The next two and a half months were filled with long nights in the hospital nursery, many surgeries, and promises of success and recovery. “While this time sounds horrific,” Todd said, “It was a truly amazing time watching the face of a child in the midst of so much struggle and pain look up at you with a smile. His smile and personality warmed the hearts of the nurses, doctors and staff at Arnold Palmer Hospital, and showed us the compassion and care that these individuals brought to work with them every day.”
In the fall of 2005, as it appeared that Carson would again rise to beat another challenge, he took a turn for the worse. On October 17, Carson lost his valiant battle.
The extent of Carson’s reach became clear at his funeral when it was filled with not just friends and family, but coworkers, hospital staff, and people from throughout the community, many of whom had never met him. And with a show of even greater love, this diverse group of individuals helped establish the Carson Alan Swingle Helping Heart Memorial Endowment Scholarship for Nursing at UCF so the legacy of Carson’s smile would continue to shine in the nurses that help other families facing similar crises.
Dr. Jean Leuner, dean of the UCF College of Nursing, is one of many who have been touched by the Swingle’s story. “The contribution from the Swingle family and their friends is a wonderful testimony to the outstanding care nursing professionals provide. We are honored they chose the College of Nursing to establish a scholarship in memory of their son, and we will use their generous contribution to educate future nurses who continue to touch lives, lead by example and make a difference.”
An unexpected but welcome result of the fund is the awareness it has created for Congenital Heart Disease (CHD). “As prevalent as the disease is, there’s not much awareness for it,” said Ashley. “There’s the Children’s Heart Foundation in Tampa but awareness and things like support groups are amazingly small given the number of families who are impacted. Families are so busy trying to deal with their daily rigors that there’s just not enough time to form or get involved with support groups.”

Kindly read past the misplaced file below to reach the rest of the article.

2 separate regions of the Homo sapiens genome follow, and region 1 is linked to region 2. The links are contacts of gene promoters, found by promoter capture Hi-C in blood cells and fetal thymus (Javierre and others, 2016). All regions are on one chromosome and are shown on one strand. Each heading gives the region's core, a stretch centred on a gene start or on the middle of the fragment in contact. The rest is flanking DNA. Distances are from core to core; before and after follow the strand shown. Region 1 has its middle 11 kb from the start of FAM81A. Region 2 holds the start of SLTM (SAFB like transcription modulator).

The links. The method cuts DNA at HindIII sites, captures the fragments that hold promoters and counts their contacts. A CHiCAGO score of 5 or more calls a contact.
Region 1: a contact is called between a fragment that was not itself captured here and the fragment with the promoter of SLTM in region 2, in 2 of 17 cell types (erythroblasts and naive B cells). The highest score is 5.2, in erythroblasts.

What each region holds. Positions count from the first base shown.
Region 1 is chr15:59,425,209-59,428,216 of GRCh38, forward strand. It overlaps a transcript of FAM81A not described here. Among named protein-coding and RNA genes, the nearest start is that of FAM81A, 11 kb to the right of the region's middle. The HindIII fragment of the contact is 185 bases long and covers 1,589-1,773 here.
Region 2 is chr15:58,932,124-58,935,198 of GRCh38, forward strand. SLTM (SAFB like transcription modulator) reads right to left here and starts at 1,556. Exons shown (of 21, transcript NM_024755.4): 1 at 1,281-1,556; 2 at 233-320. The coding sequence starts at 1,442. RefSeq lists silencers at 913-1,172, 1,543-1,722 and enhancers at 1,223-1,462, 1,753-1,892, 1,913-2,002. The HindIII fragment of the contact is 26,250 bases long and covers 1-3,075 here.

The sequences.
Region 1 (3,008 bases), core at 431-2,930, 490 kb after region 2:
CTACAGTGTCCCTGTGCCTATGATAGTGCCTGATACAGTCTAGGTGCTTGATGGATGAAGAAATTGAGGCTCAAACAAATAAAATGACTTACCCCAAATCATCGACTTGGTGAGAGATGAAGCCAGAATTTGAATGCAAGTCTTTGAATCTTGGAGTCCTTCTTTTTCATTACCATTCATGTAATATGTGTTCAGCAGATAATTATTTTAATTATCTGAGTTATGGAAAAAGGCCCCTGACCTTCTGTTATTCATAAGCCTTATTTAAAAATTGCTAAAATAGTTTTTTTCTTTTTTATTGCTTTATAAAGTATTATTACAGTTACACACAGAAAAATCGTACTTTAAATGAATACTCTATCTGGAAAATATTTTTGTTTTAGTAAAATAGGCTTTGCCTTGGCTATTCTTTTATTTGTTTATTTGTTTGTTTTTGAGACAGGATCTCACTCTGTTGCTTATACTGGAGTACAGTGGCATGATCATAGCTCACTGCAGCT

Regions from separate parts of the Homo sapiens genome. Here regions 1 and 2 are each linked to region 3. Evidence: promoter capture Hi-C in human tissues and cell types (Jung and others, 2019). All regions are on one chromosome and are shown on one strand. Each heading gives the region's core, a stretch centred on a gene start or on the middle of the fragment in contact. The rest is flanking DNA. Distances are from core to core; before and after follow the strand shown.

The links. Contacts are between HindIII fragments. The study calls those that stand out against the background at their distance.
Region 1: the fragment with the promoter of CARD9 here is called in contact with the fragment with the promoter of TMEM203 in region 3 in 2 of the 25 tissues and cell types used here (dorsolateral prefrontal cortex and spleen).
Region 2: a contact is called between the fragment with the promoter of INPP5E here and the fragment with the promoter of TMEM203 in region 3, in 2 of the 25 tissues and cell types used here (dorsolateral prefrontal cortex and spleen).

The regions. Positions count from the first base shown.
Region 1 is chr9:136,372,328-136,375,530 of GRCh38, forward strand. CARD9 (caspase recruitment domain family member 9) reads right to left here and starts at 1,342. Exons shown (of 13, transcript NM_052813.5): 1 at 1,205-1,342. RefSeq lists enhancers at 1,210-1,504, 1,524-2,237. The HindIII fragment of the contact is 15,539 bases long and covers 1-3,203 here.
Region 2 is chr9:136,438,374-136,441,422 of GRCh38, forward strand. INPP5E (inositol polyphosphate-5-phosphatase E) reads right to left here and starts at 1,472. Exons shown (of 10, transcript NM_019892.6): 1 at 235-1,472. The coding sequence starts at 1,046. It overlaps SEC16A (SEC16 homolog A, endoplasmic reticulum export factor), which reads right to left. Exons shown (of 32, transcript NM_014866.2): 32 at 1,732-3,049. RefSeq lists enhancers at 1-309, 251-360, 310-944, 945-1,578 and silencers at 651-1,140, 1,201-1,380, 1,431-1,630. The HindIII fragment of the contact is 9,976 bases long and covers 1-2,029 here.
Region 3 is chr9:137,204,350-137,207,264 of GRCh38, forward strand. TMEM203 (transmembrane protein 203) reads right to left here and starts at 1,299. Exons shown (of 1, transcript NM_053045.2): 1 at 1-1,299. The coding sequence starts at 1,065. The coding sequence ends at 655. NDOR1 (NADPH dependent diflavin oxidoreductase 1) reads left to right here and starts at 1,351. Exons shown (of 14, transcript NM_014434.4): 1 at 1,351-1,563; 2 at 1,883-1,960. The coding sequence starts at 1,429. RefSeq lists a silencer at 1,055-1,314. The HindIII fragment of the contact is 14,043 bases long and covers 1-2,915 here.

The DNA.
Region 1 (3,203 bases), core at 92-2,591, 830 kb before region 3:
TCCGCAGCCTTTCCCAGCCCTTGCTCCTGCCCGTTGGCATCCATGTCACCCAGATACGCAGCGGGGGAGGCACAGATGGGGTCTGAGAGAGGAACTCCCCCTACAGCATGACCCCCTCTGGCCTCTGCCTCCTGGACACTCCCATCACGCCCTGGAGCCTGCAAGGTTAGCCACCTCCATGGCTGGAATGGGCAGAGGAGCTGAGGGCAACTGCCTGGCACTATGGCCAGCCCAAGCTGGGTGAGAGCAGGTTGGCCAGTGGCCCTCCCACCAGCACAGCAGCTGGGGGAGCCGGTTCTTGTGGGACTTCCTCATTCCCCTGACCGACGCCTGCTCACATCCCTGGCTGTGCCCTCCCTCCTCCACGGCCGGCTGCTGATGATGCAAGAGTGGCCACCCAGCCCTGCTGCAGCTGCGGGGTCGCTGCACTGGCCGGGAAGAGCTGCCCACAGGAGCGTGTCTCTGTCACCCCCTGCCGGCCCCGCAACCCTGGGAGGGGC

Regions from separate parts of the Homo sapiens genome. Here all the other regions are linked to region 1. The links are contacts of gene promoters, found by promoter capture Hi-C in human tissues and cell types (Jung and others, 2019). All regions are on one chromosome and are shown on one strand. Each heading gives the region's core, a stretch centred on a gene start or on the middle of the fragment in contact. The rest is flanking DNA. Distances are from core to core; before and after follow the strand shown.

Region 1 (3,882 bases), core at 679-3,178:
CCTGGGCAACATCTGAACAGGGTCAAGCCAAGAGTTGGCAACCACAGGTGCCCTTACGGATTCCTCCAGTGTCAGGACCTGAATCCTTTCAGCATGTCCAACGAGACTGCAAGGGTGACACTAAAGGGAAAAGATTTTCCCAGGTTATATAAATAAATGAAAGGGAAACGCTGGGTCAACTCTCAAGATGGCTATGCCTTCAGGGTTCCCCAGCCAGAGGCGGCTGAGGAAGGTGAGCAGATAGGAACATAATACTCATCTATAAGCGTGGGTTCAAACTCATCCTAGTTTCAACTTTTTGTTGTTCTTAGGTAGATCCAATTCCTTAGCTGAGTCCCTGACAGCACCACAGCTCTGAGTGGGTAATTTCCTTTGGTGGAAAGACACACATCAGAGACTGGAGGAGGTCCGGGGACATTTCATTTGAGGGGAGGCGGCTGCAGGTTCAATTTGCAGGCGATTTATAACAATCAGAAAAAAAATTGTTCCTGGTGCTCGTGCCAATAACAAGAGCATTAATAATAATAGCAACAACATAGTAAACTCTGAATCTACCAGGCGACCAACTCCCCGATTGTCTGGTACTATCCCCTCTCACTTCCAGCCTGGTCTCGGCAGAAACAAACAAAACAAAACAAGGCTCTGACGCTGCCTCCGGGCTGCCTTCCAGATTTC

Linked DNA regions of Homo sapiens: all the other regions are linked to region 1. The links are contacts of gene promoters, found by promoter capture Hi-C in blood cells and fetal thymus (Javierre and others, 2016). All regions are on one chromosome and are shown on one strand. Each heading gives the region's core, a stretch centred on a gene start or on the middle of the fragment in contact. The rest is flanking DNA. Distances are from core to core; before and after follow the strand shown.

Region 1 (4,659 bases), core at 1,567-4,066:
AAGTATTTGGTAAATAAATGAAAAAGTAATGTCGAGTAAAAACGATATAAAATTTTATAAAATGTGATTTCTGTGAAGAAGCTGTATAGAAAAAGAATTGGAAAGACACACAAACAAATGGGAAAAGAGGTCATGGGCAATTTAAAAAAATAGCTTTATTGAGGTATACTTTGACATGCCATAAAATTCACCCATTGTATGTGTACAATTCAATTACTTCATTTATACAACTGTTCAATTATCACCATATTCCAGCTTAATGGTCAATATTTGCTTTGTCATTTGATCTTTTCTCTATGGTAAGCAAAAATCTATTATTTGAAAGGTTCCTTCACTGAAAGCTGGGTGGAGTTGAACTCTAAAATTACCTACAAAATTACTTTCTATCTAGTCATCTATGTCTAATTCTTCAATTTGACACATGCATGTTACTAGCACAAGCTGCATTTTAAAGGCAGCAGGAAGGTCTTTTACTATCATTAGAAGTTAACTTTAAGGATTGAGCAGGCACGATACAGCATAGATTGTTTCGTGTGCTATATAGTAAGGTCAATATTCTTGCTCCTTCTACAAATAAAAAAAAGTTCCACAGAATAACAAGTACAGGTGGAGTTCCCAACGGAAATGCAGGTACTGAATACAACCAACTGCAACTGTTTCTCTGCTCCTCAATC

CHD is the number one birth defect in the nation. Nearly 1-in-100 babies are born with a CHD, and it is the number one cause of birth defect-related deaths. “So many families have been through the same struggles we have,” said Todd. “We never knew that our neighbor went through it with his daughter. A t-ball coach we know had CHD. It’s unlike other birth defects in that it’s not outwardly visible, really. You don’t necessarily see people walking down the street and know they have a defect.”
Naomi Camacho, ’08 was the first recipient of the scholarship. She is now a nurse at Arnold Palmer Hospital, working in the Ortho-Neuro Unit in Pediatrics. “I felt so touched by their story. It brought tears to my eyes and I’m so honored to have received the award.”
“Establishing the endowment was a way for us to recognize the nurses and staff members who did so much during our time there.” Todd said. “It seemed like a really good fit, and a great way to remember Carson and help the UCF nursing program.”